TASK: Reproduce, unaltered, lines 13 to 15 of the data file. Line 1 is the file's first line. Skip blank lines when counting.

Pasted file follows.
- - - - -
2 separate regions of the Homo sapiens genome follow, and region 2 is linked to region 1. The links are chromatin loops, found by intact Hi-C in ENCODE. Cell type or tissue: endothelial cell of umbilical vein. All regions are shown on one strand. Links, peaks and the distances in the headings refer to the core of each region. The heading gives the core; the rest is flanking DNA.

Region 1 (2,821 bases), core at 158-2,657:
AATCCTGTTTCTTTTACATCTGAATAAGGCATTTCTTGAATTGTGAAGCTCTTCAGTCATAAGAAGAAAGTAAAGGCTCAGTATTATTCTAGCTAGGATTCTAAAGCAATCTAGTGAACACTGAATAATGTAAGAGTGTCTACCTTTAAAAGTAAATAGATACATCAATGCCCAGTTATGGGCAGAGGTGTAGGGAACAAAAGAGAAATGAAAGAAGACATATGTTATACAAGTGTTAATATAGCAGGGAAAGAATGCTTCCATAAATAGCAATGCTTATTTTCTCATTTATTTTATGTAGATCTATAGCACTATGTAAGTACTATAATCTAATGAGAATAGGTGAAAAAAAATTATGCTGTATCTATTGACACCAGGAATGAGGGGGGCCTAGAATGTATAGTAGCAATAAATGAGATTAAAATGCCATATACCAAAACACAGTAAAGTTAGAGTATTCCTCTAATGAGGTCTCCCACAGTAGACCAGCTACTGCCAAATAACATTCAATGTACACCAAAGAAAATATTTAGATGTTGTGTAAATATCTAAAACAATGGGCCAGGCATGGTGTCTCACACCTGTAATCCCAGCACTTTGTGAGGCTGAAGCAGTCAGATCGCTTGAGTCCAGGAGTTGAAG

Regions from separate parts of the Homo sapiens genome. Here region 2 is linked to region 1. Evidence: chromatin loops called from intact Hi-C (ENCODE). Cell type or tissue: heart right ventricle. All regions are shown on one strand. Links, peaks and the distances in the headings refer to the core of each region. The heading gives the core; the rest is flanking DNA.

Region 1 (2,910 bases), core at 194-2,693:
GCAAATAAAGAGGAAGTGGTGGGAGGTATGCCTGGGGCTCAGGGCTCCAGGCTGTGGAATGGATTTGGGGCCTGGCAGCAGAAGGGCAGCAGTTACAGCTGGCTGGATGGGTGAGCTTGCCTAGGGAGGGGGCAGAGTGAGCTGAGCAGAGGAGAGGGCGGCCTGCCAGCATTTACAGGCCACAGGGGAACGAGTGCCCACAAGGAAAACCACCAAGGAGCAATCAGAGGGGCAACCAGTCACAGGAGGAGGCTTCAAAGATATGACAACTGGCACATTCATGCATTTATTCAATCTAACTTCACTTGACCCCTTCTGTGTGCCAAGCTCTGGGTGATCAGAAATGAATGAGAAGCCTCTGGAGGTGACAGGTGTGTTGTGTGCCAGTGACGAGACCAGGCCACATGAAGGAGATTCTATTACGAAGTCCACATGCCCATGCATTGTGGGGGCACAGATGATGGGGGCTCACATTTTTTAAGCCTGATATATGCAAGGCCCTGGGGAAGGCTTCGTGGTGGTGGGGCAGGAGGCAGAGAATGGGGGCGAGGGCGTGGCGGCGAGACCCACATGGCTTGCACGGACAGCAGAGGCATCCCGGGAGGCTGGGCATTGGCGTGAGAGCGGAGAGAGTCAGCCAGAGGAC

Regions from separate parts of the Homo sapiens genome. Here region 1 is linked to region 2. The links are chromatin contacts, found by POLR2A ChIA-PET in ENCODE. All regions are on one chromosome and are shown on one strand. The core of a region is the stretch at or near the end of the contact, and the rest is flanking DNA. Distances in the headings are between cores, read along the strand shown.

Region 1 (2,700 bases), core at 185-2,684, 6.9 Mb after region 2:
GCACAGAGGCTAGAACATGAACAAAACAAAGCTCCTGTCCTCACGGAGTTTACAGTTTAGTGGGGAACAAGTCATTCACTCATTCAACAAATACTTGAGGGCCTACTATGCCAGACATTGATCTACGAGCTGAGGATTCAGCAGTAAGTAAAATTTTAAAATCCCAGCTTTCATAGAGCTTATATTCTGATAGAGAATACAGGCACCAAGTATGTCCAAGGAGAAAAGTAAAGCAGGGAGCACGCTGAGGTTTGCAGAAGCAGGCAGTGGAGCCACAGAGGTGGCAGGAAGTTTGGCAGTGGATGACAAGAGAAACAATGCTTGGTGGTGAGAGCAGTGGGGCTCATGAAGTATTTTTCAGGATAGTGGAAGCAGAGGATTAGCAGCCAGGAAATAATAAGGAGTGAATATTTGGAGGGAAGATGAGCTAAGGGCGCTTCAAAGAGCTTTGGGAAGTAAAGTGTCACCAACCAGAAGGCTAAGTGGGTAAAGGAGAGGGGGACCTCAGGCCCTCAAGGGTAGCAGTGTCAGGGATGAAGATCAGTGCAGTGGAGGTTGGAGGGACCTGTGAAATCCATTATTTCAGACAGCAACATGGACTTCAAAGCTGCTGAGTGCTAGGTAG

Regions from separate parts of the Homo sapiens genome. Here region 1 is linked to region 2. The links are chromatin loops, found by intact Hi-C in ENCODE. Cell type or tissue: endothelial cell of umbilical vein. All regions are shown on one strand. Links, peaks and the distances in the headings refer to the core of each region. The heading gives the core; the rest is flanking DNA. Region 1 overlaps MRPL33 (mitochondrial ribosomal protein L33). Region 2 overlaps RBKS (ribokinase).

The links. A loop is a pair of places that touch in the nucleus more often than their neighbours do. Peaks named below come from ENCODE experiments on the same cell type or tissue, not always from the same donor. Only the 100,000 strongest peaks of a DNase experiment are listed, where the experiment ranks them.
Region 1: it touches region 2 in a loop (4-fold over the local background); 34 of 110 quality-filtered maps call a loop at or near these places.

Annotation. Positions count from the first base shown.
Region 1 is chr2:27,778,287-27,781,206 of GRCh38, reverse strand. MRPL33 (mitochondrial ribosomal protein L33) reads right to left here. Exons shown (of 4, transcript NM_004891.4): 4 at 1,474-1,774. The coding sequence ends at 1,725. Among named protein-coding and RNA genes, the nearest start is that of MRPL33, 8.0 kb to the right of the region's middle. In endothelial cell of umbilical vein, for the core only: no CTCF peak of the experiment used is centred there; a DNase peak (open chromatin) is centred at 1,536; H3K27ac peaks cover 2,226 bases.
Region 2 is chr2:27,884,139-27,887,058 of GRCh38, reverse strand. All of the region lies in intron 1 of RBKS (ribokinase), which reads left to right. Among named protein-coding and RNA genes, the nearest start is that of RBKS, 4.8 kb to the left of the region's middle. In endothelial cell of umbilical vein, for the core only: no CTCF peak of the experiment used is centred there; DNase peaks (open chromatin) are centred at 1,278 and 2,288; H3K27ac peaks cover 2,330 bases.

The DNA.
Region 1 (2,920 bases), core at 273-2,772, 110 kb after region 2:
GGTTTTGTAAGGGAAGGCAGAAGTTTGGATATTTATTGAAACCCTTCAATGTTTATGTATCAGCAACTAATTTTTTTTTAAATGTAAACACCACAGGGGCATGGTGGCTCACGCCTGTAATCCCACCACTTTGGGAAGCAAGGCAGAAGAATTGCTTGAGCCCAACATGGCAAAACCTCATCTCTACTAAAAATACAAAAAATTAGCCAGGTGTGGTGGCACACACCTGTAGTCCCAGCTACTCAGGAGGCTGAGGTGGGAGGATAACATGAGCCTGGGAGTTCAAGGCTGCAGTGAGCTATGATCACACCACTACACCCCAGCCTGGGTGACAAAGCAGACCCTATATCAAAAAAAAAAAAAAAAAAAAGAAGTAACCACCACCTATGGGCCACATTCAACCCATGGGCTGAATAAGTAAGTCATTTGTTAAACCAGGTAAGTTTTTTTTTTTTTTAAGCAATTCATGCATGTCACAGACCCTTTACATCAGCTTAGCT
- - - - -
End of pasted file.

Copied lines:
Annotation. Positions count from the first base shown.
Region 1 is chr2:27,778,287-27,781,206 of GRCh38, reverse strand. MRPL33 (mitochondrial ribosomal protein L33) reads right to left here. Exons shown (of 4, transcript NM_004891.4): 4 at 1,474-1,774. The coding sequence ends at 1,725. Among named protein-coding and RNA genes, the nearest start is that of MRPL33, 8.0 kb to the right of the region's middle. In endothelial cell of umbilical vein, for the core only: no CTCF peak of the experiment used is centred there; a DNase peak (open chromatin) is centred at 1,536; H3K27ac peaks cover 2,226 bases.
Region 2 is chr2:27,884,139-27,887,058 of GRCh38, reverse strand. All of the region lies in intron 1 of RBKS (ribokinase), which reads left to right. Among named protein-coding and RNA genes, the nearest start is that of RBKS, 4.8 kb to the left of the region's middle. In endothelial cell of umbilical vein, for the core only: no CTCF peak of the experiment used is centred there; DNase peaks (open chromatin) are centred at 1,278 and 2,288; H3K27ac peaks cover 2,330 bases.